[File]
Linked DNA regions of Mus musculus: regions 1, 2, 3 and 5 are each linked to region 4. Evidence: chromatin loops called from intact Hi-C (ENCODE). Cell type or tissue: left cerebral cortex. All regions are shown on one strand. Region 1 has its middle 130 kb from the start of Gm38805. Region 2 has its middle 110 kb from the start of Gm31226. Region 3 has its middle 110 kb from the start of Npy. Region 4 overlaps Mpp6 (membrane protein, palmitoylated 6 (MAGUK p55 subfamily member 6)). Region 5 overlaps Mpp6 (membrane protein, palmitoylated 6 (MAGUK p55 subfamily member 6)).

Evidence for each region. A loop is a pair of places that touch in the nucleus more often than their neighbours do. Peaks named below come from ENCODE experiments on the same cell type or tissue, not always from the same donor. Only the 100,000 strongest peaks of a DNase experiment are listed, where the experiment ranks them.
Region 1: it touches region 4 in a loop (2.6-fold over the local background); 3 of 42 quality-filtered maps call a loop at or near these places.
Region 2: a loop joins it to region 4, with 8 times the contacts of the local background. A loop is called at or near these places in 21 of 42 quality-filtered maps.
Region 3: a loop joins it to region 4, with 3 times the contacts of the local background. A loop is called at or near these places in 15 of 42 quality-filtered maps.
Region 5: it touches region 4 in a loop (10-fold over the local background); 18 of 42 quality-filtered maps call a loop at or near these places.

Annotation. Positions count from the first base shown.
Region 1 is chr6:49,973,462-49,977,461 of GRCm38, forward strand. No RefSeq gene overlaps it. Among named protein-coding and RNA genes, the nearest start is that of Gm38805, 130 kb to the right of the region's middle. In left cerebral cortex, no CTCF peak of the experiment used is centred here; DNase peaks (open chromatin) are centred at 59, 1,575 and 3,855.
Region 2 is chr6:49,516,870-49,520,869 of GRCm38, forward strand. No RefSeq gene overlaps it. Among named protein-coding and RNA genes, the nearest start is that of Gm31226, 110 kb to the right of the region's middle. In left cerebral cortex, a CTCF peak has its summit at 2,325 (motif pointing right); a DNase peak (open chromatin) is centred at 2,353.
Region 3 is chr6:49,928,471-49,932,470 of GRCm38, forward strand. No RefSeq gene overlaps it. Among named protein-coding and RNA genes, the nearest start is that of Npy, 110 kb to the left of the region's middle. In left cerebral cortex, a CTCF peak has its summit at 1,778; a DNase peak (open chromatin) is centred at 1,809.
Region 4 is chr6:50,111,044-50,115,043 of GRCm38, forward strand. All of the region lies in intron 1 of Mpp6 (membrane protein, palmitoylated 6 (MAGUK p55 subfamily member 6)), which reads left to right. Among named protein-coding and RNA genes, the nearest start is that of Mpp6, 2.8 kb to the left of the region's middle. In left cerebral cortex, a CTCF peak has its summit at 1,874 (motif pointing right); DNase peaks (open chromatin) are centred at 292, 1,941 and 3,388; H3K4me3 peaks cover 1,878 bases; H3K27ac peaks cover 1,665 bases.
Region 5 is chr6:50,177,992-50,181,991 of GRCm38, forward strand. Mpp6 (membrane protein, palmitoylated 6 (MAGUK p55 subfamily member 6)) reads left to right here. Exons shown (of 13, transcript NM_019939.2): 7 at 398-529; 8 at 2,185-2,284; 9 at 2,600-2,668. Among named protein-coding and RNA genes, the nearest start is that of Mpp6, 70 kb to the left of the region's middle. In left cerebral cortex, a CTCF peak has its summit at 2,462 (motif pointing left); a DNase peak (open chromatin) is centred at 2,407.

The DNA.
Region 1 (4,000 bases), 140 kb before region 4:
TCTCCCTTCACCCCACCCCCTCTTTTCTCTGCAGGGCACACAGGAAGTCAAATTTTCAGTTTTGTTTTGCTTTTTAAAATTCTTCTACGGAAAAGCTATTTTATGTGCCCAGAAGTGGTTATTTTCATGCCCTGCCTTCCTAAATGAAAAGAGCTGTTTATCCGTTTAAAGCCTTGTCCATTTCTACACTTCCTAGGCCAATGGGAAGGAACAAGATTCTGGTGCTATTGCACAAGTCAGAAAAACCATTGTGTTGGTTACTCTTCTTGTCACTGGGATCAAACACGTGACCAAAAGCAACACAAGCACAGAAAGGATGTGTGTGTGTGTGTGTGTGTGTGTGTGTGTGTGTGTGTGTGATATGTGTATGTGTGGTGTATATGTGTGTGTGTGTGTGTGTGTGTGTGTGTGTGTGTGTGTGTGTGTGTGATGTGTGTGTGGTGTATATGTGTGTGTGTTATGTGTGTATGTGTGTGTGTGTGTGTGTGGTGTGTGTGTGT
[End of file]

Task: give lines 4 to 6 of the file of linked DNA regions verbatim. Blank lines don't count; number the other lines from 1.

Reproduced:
Region 2: a loop joins it to region 4, with 8 times the contacts of the local background. A loop is called at or near these places in 21 of 42 quality-filtered maps.
Region 3: a loop joins it to region 4, with 3 times the contacts of the local background. A loop is called at or near these places in 15 of 42 quality-filtered maps.
Region 5: it touches region 4 in a loop (10-fold over the local background); 18 of 42 quality-filtered maps call a loop at or near these places.